It can hardly be news to anyone that “Hamilton” is a terrific Broadway show, a tour de force that combines American’s cultural present with our historical past. It’s an intriguing, well-written, well-performed production that revives, as seems to happen about once a generation, our faith in musical theater as a vital art form.
Perhaps a large part of “Hamilton’s” success is because it is so unexpected. Some people don’t like hip-hop (like my husband, who adored it). Some wonder whether it would serve as a vehicle for the historical revisionism sweeping the academy (like me, and it isn’t). Is it a perfect show? No. I found the score so relentless as to be somewhat frantic in passages, and events may have seemed somewhat disjointed for those not already familiar with the story. But these are details besides the overall terrific performance which, as I said, is hardly news.
What was news to me is that “Hamilton” has something of an all-American, feel-good moment, and I was unprepared for the audience response when, about halfway through the second act, George Washington retired to Mount Vernon.
We Still Admire Restraint of Power
This episode was not on my list of big Hamilton moments. You think affairs, sisters, and above all duels. If you are being more serious, you think of the Revolution, the creation of our financial system, and (hopefully) “The Federalist Papers.”
Yet the moment when Washington voluntarily handed power to John Adams in March of 1797 is unprecedented in the history of democracy. Plenty of politicians in the various democracies that stretch from ancient Athens to the young United States had left office for various reasons—such as ill health, the end of a term, or, in most cases, losing an election. But never had a politician at the height of his popularity and powers with no legal impediment to seeking another term simply handed off the reins of government.
That was the moment in “Hamilton” when the audience really went wild—and it wasn’t just because it was a great song (which it was). We were cheering for Washington.
Perhaps it is because Lin-Manuel Miranda does such a good job of humanizing the Founding Fathers so they are neither super-human nor caricature (pace, Thomas Jefferson) that this passage gains such poignancy. By this point, the audience is painfully aware of how hard-fought the Revolution had been, how great the personal cost, and how challenging it was for all the principles—first and foremost Alexander Hamilton—to achieve greatness.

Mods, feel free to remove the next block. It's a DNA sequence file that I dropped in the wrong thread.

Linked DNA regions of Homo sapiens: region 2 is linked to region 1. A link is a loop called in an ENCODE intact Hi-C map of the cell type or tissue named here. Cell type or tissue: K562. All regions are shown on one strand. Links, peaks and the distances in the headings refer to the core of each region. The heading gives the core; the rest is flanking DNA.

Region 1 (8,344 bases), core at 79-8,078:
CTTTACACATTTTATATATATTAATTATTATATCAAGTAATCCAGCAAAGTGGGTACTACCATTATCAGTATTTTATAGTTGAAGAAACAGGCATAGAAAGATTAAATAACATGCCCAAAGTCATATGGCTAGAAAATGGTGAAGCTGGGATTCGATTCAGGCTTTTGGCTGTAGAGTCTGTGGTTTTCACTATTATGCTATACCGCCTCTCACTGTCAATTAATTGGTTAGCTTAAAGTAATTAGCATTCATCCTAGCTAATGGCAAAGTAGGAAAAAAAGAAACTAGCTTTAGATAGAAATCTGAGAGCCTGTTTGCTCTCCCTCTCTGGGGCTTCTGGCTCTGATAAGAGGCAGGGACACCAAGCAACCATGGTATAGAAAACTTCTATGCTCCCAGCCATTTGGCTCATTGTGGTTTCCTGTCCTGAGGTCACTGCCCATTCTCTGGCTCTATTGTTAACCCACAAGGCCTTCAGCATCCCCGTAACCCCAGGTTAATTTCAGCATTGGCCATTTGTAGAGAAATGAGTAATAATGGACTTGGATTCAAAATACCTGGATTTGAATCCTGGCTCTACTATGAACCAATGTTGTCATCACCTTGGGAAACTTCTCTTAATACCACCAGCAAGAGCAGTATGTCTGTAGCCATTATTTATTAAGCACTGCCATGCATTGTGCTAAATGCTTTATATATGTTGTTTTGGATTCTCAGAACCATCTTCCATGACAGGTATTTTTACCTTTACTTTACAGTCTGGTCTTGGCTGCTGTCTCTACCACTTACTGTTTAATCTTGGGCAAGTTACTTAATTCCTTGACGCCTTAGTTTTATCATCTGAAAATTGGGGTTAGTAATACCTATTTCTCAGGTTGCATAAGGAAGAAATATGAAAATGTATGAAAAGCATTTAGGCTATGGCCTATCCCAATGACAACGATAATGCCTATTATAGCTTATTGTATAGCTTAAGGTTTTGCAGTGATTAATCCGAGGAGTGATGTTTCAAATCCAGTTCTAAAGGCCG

The internal conflicts and tensions inherent to democracy are already apparent under the first president, as is Washington’s enormous personal prestige and political skill, which enabled him to get outsized personalities such as Hamilton and Jefferson functioning together in his administration.
All of this must have made it all the more difficult for Washington to learn, as Manuel’s song says, to say farewell. When everyone with the possible exception of Martha, but very much including your beloved Hamilton, are begging you to stay; and when you can see the project you’ve spent your life on (establishing the United States) hangs in the balance; and when it is obvious to the meanest intelligence that you are the best person to nurture it along through the next crisis, you decide to step down.
Greatness Despite Imperfection
While some may say this was historically inconsequential since Washington would be dead two years later, the point is of course that Washington had no idea that would happen and he laid down all his political capital on demonstrating that the presidency of the United States was a short, not a lifetime, appointment.
In this year of all years, for an historian and close practitioner of democracy, this made the very steep price of attending “Hamilton” cheap. Without the efforts and sacrifices of very human individuals, we don’t have the United States. Without, for example, the tall, childless, wooden-teeth-wearing, slave-owning Virginian with a slightly odd personal life, none of it would have happened.
Theoretically we all know this, although I do credit “Hamilton” with my children’s familiarity with the Founders rather as I credit “1776” for my own. But the great gift of “Hamilton” is that it brings our heritage, as painfully imperfect as it may be, to the front of our collective consciousness. With that, it brings the realization that we have no reason to hang our heads. I have no idea who those people were who clapped and roared around me that Monday night, but in that moment we were all Americans.
While “Hamilton” is of course Alexander’s night, I don’t think he would mind his old boss stealing the show, just for one moment.